completed she naturally asked if there would be anything else. We asked for
Bill Weeks our checks and were told that our checks had been taken care of, the entire
SO-FN table. The waitress was asked by whom, but we were not told. All of us
walked out in amazement that someone would be as generous to pick up the
tab on a ticket that was well over a hundred dollars. In all my thirty years being
SO-IS involved with the military, I had never had this happen to me, this act was only
Steve Gaines something I had heard about and seen on television.
So many times I hear Auxiliarists lament on how they feel they are not making
a difference. The results of what we do are not visible and nobody notices are
Rosemary Halldorrson some of the comments I get. Someone in Chattanooga, Tennessee noticed
SO-OP our uniforms and even though this person did not know any of us personally,
the fact that we were in uniform and giving back to the community and our
Country must have touched this person in such a way that this show of grati-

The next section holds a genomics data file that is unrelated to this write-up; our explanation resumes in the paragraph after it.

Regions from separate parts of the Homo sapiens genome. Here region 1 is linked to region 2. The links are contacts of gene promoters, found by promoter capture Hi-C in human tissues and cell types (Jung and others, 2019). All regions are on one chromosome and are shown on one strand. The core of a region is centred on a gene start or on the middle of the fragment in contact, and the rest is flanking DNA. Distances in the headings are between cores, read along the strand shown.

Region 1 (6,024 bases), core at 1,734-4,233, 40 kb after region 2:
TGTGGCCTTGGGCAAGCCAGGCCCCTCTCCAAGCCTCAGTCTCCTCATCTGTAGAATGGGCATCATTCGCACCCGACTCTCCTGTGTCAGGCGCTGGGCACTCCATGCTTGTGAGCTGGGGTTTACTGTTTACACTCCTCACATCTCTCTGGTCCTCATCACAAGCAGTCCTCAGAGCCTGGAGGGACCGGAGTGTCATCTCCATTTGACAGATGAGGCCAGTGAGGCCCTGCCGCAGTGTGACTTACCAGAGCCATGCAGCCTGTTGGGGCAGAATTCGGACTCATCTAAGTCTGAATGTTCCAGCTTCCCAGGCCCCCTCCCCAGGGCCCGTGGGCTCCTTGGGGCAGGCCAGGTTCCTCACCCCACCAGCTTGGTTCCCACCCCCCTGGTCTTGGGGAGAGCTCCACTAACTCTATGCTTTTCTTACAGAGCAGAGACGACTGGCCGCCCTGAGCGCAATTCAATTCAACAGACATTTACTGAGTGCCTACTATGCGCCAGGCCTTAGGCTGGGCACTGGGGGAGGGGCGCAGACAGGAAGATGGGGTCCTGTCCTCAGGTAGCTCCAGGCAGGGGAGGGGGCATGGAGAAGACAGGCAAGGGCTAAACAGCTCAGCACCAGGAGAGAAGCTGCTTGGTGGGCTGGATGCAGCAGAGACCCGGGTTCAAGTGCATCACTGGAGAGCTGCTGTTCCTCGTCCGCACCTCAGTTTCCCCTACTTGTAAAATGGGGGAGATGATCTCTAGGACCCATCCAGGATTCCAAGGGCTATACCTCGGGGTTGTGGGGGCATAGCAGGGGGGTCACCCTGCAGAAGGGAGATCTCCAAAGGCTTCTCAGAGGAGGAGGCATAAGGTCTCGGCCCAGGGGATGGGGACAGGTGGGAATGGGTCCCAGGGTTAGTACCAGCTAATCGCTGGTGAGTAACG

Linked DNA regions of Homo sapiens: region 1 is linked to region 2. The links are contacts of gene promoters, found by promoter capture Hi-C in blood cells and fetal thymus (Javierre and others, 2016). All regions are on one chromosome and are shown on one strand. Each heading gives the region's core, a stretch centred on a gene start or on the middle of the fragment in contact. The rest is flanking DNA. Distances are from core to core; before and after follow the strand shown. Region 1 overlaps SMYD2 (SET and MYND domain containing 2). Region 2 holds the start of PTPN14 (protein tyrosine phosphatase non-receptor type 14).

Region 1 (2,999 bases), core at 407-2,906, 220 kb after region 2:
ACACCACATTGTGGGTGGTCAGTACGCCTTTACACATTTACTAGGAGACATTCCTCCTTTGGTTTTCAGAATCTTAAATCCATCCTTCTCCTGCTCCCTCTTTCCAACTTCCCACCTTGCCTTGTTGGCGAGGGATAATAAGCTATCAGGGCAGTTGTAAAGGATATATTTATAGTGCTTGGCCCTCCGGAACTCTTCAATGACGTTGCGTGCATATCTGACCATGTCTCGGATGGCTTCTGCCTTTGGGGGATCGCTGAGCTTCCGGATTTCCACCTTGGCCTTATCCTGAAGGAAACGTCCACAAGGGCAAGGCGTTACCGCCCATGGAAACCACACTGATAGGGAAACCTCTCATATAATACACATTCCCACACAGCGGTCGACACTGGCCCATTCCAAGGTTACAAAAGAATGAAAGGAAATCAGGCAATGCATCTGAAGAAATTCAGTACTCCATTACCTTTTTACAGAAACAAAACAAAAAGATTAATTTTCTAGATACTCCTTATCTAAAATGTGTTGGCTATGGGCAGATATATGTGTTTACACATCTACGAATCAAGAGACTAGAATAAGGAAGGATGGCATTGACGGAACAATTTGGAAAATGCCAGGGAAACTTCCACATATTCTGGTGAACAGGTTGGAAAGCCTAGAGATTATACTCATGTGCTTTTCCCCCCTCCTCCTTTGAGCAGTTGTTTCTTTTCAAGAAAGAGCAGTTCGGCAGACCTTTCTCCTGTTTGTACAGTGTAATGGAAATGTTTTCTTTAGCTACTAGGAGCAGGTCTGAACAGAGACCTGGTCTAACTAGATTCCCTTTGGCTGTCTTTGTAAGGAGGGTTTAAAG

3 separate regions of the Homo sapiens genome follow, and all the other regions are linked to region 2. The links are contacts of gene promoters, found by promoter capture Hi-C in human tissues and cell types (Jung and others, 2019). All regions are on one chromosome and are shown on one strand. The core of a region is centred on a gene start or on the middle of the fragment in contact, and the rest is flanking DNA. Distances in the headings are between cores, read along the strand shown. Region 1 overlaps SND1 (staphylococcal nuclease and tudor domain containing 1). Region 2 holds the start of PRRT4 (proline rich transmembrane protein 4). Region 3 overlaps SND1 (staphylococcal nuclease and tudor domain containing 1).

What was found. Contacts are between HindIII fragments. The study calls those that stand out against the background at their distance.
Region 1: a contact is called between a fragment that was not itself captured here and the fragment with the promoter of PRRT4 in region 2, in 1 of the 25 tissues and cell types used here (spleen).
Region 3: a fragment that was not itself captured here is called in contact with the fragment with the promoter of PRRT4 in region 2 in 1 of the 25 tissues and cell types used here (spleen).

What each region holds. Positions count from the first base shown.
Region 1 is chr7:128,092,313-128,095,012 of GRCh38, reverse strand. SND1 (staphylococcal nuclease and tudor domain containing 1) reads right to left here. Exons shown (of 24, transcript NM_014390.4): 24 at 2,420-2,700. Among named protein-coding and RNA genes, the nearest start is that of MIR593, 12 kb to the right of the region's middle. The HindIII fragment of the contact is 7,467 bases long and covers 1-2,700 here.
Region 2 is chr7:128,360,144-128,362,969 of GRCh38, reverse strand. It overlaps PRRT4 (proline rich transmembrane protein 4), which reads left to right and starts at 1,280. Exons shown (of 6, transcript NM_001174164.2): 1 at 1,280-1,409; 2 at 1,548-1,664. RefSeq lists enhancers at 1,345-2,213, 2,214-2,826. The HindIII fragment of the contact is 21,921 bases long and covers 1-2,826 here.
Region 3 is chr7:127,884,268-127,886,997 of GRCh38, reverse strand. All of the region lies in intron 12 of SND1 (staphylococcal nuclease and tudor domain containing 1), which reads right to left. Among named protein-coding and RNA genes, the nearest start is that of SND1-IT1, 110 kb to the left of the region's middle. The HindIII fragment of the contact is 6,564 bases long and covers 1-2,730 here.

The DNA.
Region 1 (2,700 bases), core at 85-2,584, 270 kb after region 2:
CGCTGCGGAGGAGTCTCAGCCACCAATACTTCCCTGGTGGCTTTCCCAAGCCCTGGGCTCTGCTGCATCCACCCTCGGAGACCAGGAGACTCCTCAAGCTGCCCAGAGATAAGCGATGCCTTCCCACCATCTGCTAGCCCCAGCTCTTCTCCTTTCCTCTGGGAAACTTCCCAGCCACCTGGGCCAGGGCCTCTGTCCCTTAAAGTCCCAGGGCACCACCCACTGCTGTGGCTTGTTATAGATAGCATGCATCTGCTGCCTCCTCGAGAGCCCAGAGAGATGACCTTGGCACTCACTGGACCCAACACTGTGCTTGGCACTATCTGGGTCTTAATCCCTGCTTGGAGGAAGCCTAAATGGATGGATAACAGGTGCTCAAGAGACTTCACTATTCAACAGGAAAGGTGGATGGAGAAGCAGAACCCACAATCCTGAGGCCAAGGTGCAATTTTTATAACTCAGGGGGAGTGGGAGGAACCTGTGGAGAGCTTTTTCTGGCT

SO-PA tude was made. I have to tell you, this act touched my heart.
Harry Stephenson So when you feel you are not appreciated, that the work you do is going with
out visibility, just remember the act of just putting on your uniform and wearing
SO-PE it correctly speaks volumes to the neighborhoods we are in, to the citizens of
Steve Gaines our communities we work with, and to our Country that we are working for. If
we are busy with the work of the Auxiliary and not sitting on the couch gather-
ing dust, then we are visible, and appreciated.
SO-SR Randy Ventress
Division 11 8th Eastern Region
SO-VE Nashville, Tennessee
Volume XX Issue 3 Flotsam and Jetsam Page 2
Date: September 24, 2010
Contact: CGA Public Affairs
NEW LONDON, Conn. – After more than 30 years of military service, Coast Guard Academy instructor
and Bristol, Conn., native Chief Warrant Officer Michael J. Brzezicki is scheduled to retire Friday at 10:30
a.m. in the Officer’s Club at the academy here.